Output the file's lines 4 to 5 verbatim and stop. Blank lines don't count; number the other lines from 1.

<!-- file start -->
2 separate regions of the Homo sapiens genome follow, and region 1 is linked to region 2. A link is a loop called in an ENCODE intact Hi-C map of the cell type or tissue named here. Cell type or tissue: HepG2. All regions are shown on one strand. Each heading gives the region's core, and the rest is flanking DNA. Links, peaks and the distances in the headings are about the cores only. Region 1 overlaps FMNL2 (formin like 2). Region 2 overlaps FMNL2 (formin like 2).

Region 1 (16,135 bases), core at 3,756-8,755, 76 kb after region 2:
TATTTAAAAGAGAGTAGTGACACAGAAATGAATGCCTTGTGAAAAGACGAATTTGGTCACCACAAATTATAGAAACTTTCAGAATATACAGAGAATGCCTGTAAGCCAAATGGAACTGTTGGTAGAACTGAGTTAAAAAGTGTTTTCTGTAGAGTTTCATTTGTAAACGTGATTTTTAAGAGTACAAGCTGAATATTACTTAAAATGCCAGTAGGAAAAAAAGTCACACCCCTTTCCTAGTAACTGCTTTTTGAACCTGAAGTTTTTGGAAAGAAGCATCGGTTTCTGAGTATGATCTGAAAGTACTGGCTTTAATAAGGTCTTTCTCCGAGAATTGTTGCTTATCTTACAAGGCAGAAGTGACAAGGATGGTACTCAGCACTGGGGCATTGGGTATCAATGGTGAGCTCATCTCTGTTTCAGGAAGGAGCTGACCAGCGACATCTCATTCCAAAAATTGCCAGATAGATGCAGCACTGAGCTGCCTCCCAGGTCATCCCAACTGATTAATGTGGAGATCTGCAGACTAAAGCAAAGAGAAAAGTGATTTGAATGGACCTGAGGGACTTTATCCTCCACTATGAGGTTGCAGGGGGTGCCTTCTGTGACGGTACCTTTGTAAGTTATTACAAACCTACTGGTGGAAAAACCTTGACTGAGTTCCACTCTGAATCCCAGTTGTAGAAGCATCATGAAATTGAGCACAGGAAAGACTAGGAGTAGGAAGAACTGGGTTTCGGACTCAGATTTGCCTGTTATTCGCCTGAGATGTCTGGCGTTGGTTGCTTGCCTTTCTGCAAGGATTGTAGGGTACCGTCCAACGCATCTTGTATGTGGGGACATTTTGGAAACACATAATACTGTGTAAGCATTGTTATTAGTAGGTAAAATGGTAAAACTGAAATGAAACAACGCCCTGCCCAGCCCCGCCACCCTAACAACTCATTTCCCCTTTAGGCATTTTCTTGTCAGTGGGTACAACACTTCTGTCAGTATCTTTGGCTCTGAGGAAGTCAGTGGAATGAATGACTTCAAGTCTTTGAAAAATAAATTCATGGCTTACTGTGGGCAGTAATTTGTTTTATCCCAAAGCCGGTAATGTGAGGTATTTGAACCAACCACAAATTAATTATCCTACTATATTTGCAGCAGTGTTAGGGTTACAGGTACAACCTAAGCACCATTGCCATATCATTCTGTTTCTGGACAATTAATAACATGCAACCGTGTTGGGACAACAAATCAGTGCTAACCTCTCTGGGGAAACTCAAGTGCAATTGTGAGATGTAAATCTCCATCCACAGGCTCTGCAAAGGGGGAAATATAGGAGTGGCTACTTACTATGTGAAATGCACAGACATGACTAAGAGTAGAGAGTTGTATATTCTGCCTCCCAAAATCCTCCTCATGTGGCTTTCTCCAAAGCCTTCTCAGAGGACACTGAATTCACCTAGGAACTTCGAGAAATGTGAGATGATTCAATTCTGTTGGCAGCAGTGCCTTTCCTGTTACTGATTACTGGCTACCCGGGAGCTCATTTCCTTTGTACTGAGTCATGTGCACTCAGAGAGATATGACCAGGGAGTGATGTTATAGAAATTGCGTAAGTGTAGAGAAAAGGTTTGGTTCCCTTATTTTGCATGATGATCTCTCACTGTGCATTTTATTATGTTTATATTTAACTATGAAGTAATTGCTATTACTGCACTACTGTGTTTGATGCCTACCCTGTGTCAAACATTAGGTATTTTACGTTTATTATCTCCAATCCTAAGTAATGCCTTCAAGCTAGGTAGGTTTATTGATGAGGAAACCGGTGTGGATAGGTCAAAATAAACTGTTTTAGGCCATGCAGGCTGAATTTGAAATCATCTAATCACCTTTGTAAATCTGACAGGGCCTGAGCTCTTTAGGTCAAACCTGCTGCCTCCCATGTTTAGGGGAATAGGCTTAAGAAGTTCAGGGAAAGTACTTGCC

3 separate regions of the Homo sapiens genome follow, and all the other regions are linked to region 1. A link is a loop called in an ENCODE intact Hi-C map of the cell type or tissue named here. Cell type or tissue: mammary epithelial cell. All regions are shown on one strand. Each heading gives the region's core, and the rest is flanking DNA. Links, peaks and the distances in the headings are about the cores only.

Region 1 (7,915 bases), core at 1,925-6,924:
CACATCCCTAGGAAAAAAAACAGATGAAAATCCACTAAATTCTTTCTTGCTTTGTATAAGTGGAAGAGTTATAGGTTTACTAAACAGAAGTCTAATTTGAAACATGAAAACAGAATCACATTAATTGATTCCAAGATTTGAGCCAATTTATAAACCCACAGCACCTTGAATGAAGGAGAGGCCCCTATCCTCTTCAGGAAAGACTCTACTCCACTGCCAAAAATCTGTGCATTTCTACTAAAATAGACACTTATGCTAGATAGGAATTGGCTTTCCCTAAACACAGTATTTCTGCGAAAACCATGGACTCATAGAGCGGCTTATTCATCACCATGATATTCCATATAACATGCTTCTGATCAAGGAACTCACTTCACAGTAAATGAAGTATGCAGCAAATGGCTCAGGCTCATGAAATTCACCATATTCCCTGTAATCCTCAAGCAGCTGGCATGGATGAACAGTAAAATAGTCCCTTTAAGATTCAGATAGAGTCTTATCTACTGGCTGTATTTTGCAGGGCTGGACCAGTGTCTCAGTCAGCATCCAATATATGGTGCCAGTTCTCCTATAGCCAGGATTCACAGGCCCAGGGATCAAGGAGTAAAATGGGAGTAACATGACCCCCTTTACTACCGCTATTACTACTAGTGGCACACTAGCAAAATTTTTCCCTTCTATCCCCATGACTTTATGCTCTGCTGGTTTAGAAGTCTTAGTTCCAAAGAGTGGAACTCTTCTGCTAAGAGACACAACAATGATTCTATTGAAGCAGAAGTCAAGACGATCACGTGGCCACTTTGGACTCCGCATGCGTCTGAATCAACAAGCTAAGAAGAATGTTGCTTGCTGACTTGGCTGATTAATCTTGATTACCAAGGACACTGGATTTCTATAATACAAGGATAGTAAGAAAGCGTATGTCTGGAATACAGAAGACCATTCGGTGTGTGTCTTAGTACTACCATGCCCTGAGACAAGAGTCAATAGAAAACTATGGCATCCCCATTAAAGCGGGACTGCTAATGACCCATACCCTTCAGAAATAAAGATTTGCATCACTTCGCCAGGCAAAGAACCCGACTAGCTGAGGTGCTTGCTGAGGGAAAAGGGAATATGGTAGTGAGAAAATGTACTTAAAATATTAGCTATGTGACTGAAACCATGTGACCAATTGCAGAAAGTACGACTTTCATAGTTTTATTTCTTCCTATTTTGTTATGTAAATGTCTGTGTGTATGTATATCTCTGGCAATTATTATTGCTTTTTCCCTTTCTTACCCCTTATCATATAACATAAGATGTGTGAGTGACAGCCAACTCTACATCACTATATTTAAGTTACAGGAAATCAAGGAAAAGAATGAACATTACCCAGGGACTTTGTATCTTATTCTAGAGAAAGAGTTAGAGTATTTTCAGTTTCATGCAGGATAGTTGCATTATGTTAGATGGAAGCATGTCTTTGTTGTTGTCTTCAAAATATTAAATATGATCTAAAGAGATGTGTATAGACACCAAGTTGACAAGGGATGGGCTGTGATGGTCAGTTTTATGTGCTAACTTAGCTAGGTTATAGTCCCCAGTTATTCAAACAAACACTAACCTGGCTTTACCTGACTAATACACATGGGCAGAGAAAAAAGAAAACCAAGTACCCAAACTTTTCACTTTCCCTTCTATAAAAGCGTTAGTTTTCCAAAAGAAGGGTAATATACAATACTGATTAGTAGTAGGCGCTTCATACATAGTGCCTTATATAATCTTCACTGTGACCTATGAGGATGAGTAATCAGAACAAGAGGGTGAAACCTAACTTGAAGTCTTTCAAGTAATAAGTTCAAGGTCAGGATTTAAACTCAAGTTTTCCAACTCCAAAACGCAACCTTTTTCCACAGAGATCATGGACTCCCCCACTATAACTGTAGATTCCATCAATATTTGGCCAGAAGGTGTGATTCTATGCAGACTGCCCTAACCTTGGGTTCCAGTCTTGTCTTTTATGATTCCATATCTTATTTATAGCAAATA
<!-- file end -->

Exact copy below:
3 separate regions of the Homo sapiens genome follow, and all the other regions are linked to region 1. A link is a loop called in an ENCODE intact Hi-C map of the cell type or tissue named here. Cell type or tissue: mammary epithelial cell. All regions are shown on one strand. Each heading gives the region's core, and the rest is flanking DNA. Links, peaks and the distances in the headings are about the cores only.

Region 1 (7,915 bases), core at 1,925-6,924: